MTV Bets on Nostalgia With New Channel

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MTV is taping into nostalgia and going back to the 90s with a new channel bringing back classic shows and old videos. Viacom

For the teens and tweens of decades past who don't want to grow up, MTV is taking itself back in time, banking on what it must believe is a pervasive nostalgia for its heyday in the 1990s and early 2000s. The company announced Thursday that it would turn VH1 Classic into MTV Classic with a launch date set for Monday, August 1, exactly 35 years after Music Television first went on the air in the summer of 1981.

"From Beavis & Butt-head to Laguna Beach, MTV's programming vault is a music and pop culture goldmine with universal resonance," MTV President Sean Atkins is quoted as saying in a press release. "MTV Classic gives audiences a modern and artful home for classic MTV programming."

That classic programming will kick off with a real throwback—a repeat of the first hour the original channel ever broadcast (though at a more humane time, noon instead of 6 a.m.). The modern spin that Atkins is referring to is that "MTV Hour One," as it's being called, will also be streamed live on MTV's Facebook page.

The channel's first day will also feature The TRL Decade, a special one-hour look at the former after-school staple Total Request Live; a marathon of MTV Unplugged episodes with artists like Bob Dylan, Alice in Chains, Erykah Badu, Oasis, Neil Young and Nirvana; and animated classics like Daria, Beavis & Butt-Head and Aeon Flux.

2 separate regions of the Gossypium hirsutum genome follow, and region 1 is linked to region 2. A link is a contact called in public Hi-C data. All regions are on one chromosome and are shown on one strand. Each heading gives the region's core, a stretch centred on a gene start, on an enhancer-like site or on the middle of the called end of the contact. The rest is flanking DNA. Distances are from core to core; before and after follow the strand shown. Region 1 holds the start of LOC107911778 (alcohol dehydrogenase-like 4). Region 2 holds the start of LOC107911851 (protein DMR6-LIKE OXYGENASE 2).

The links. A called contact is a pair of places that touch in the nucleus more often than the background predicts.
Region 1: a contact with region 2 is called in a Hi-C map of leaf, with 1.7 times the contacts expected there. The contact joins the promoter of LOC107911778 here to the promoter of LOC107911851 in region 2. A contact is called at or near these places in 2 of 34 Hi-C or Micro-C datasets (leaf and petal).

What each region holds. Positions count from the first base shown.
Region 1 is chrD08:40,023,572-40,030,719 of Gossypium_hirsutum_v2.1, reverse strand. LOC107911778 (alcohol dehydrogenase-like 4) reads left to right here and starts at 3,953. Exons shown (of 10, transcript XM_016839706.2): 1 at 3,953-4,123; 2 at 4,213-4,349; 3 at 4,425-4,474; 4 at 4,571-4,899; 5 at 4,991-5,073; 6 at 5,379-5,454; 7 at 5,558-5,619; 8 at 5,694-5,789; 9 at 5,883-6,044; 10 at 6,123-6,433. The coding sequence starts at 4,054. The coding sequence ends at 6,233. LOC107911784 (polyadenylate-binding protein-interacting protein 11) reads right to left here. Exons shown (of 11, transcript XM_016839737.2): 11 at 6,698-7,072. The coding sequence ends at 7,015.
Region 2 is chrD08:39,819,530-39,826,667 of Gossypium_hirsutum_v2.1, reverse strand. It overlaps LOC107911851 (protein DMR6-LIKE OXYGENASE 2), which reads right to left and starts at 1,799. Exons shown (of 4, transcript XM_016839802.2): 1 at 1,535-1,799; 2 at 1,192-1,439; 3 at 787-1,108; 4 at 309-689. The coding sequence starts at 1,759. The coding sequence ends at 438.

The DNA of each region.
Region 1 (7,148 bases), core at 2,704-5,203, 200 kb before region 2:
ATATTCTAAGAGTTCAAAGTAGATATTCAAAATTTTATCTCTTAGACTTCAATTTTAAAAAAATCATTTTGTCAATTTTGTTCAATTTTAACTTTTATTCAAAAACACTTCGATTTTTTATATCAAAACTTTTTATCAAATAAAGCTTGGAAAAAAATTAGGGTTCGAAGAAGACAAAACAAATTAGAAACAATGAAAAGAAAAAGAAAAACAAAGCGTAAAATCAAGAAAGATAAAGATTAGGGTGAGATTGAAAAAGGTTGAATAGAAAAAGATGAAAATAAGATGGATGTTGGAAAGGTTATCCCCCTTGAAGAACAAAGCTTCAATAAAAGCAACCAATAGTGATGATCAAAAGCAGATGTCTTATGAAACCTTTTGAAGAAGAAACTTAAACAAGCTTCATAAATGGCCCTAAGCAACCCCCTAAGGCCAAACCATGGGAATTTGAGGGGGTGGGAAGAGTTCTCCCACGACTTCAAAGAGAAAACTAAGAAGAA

After the initial rollout, Monday through Thursday programming blocks from 10 p.m. to 1 a.m. will feature the aforementioned trio of animated shows plus others, including Run's House, Pimp My Ride, Cribs, Jackass, Punk'd, Wonder Showzen and Clone High. On Fridays, prime time will include MTV Unplugged, Storytellers and live music performances, and on weekends viewers can expect marathons of shows like The Real World, Laguna Beach and Road Rules. The channel will also sprinkle in movies, concerts and music videos.

MTV Classic comes several months after Nickelodeon introduced The Splat, a programming block featuring shows from the 1990s between 10 p.m. and 6 a.m. on the Teen Nick channel (it also rolled out TheSplat.com and a related app). Those old favorites include Hey Arnold!, All That, Are You Afraid of the Dark?, CatDog, Clarissa Explains It All, Kenan & Kel and too many others to mention. Now impatient millennials will be able to flip between multiple sources of highly lucrative nostalgia. If they still own televisions, that is.